Got down to 3 way between Roman, Emily & I. Roman was first to fall and then it was heads up. But Emily only had 3K, I had about was just a matter of time. Finally we got all in pre-flop with my a/3 against her K/4. I hit a meaningless 3 and took it down.


THe Goose's inaugral round

So lately the Goose has expressed some interest in learning how to golf. A week or two ago a few of us...okay, 12...went to a kind of "joke" course where I showed her the basics of a golf swing.

When I say joke course...the fairways are harder to hit out of than the deep rough on real golf courses. The rule is to "sweep the green when you are finished putting" because the "greens" are...well...sand.

Still, she learned the basics of the swing and how to hit the ball. So we went to a short Par 3. As in 1113 total yards for 18 holes. REAL short. The longest hole was 82 yards. But that is okay...she does not hit it real far yet.
I, on the other hand, do. I played the entire course never needing a club longer than a soft gap wedge and most of it was my sand wedge, a club I will hit anywhere from about 50 yards on in. I was mostly trying to put a new shot in my bag, a flop shot.
As you can see, even by the second hole her swing is still a bit stiff. We are working on that. The first hole was about what you would expect. 64 yards, straight, sand to the left. I was on in one, 2 putted for a par. She reached in 3 and 3 putted.
Her putting instruction was not extensive: "You have played mini-golf, right?"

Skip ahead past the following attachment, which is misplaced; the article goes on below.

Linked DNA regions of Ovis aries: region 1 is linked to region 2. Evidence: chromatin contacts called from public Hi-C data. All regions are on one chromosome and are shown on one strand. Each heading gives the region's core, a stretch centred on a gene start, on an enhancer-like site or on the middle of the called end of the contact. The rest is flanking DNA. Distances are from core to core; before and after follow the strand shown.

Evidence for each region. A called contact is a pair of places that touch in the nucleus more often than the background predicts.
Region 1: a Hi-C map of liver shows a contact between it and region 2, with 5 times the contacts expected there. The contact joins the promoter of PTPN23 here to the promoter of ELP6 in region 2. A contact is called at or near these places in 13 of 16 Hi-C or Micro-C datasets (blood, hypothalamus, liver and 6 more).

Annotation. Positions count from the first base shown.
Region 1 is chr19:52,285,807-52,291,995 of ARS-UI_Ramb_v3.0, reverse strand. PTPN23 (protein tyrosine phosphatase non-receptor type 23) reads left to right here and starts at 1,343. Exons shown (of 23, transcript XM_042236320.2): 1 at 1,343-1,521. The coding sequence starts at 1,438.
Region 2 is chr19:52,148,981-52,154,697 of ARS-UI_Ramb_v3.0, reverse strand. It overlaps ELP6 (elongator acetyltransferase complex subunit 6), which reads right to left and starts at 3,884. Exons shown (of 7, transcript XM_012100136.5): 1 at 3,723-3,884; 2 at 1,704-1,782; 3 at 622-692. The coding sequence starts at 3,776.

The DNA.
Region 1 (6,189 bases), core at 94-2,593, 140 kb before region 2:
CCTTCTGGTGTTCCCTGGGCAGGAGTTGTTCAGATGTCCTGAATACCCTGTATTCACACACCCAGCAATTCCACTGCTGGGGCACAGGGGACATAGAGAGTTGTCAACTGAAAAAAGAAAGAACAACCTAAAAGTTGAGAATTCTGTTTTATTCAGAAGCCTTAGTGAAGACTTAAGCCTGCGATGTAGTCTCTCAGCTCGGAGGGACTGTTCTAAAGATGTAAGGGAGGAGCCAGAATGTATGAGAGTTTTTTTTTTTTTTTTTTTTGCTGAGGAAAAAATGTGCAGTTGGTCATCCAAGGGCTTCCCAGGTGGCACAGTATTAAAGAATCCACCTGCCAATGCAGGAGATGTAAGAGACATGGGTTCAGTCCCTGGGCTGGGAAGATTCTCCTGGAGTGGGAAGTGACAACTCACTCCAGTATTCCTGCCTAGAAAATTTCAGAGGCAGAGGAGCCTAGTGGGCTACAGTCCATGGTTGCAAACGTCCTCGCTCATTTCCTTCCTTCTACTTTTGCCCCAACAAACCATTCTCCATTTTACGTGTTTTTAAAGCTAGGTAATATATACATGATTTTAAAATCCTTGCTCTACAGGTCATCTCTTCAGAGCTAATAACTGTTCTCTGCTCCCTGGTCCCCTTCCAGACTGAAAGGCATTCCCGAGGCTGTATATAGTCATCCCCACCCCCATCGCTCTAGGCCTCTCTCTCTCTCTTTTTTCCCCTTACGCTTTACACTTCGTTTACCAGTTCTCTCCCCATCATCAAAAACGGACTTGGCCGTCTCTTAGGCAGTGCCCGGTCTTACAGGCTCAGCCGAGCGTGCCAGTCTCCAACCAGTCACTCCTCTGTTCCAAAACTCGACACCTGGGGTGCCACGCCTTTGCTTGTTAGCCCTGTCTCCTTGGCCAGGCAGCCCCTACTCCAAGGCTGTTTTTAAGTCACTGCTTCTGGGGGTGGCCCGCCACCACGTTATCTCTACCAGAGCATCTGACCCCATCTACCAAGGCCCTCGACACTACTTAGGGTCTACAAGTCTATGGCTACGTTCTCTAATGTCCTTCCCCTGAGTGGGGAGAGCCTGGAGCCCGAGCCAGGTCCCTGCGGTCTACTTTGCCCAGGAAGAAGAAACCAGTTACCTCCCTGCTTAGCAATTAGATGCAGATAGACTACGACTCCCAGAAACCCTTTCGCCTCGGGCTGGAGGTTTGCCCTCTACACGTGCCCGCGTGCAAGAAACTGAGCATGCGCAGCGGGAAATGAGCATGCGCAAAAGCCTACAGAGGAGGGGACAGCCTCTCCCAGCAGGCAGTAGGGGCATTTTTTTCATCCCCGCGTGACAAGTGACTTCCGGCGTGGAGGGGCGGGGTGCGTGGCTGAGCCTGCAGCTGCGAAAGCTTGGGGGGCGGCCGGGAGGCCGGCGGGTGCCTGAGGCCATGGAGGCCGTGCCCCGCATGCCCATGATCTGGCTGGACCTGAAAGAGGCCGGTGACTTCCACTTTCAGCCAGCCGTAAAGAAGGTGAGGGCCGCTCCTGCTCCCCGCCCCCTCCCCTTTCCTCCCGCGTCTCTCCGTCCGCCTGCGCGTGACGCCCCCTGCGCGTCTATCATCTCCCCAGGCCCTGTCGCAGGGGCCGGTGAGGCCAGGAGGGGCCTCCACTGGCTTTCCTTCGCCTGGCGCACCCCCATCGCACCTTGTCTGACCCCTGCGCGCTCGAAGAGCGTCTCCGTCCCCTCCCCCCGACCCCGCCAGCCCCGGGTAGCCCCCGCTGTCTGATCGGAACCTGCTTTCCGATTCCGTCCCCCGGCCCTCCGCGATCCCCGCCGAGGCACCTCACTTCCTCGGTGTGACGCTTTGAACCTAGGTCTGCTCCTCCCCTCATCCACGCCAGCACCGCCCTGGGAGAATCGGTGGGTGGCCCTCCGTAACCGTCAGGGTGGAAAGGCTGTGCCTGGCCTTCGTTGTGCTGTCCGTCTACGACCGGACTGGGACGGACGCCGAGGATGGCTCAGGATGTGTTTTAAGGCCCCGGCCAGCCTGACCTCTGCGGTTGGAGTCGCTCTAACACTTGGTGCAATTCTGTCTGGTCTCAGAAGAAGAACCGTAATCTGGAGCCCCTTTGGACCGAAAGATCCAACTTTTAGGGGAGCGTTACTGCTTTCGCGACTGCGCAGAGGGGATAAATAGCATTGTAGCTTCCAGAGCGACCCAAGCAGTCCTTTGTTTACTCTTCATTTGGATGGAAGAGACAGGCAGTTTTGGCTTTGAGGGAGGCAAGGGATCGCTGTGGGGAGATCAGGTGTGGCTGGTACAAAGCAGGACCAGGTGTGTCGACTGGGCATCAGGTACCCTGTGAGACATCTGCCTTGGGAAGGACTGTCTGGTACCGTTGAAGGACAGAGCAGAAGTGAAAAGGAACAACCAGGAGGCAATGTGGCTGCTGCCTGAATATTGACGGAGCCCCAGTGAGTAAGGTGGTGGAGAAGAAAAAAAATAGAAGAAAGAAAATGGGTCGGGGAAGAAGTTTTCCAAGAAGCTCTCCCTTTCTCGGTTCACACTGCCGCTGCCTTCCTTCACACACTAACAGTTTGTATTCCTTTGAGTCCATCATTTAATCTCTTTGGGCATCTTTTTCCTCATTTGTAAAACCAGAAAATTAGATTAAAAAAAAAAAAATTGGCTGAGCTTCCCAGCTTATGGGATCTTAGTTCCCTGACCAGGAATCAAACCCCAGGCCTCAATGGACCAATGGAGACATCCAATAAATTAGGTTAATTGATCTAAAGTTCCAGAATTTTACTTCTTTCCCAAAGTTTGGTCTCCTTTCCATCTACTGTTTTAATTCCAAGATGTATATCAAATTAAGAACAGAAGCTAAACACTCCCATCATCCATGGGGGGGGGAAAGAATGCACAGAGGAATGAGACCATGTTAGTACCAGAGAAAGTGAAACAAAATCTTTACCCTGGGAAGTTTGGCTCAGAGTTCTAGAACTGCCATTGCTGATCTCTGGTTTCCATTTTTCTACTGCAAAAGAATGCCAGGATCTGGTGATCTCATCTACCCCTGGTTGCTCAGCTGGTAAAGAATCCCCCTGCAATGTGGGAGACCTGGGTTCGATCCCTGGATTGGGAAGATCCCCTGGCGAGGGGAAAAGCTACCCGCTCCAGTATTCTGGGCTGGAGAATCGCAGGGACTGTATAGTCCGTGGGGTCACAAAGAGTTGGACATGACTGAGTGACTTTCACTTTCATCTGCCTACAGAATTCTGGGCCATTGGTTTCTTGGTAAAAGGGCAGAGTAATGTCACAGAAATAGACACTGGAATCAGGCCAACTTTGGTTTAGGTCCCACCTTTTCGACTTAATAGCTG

"Just do the same thing here. Don't worry about reading greens or anything like that, just roll the ball to the hole." I have to admit, for her being a new golfer...that actually worked pretty well. For an executive course it had some interesting greens, including one that had better than a foot of left to right break on maybe a 10 foot putt. That I did not expect...
Anyhow, the second hole was more of the same. I reached in one, 2 putted for par, she reached in 3 and 3-putted.
On the third hole, I reached in 2 and 1-putted while she reached in 2 and 3 putted.
And so it went; she had 5 6s, 2 7s, an 8 and a 5 going out, I had 6 3s, a 4, 5, and 6. Yes, on hole 8 I really struggled.
I tried to flop a pitching wedge. It did not go well...and proving sometimes I don't learn from my errors, I tried a flop shot with my sand wedge. So it took me three to get on the green. And I was at the wrong end. I wimped on my first putt, leaving an 8 - 10 footer...and here is where the break came. So I 3 putted. Meanwhile, the Goose was on in 3, then 3 it took her all of 8 holes into her golfing career to match my score on a hole.
Anyhow, I shot a 33 going out to her 57.
On hole 10 she actually accomplished another first. She overdrove a 56 yard green. She discovered she did not need to be afraid of taking a full swing. She still ended up taking a 6, but now she knew she had more power than she had thought.
Hole 11 was a 54 yarder. Her drive landed on the green. She 2 putted for her first par! (and the second time her score equaled mine...)
I am still super proud of that, even though it was a short course; getting up and down in 3 on your first time on a course, even a short course, is something I find impressive.
As golfers will, she promptly regressed and took a 7, but still...
Hole 14 was my only birdie of the day as I was on in one and drained a nice little 10 footer that broke right to left. It was a pretty good read on that hole.
She also impressed on the 17th hole. She hit into a sand trap and, given the choice of hitting out of the sand or me tossing the ball out of the sand for her to hit, she hit out of the sand. And did pretty well, I might add.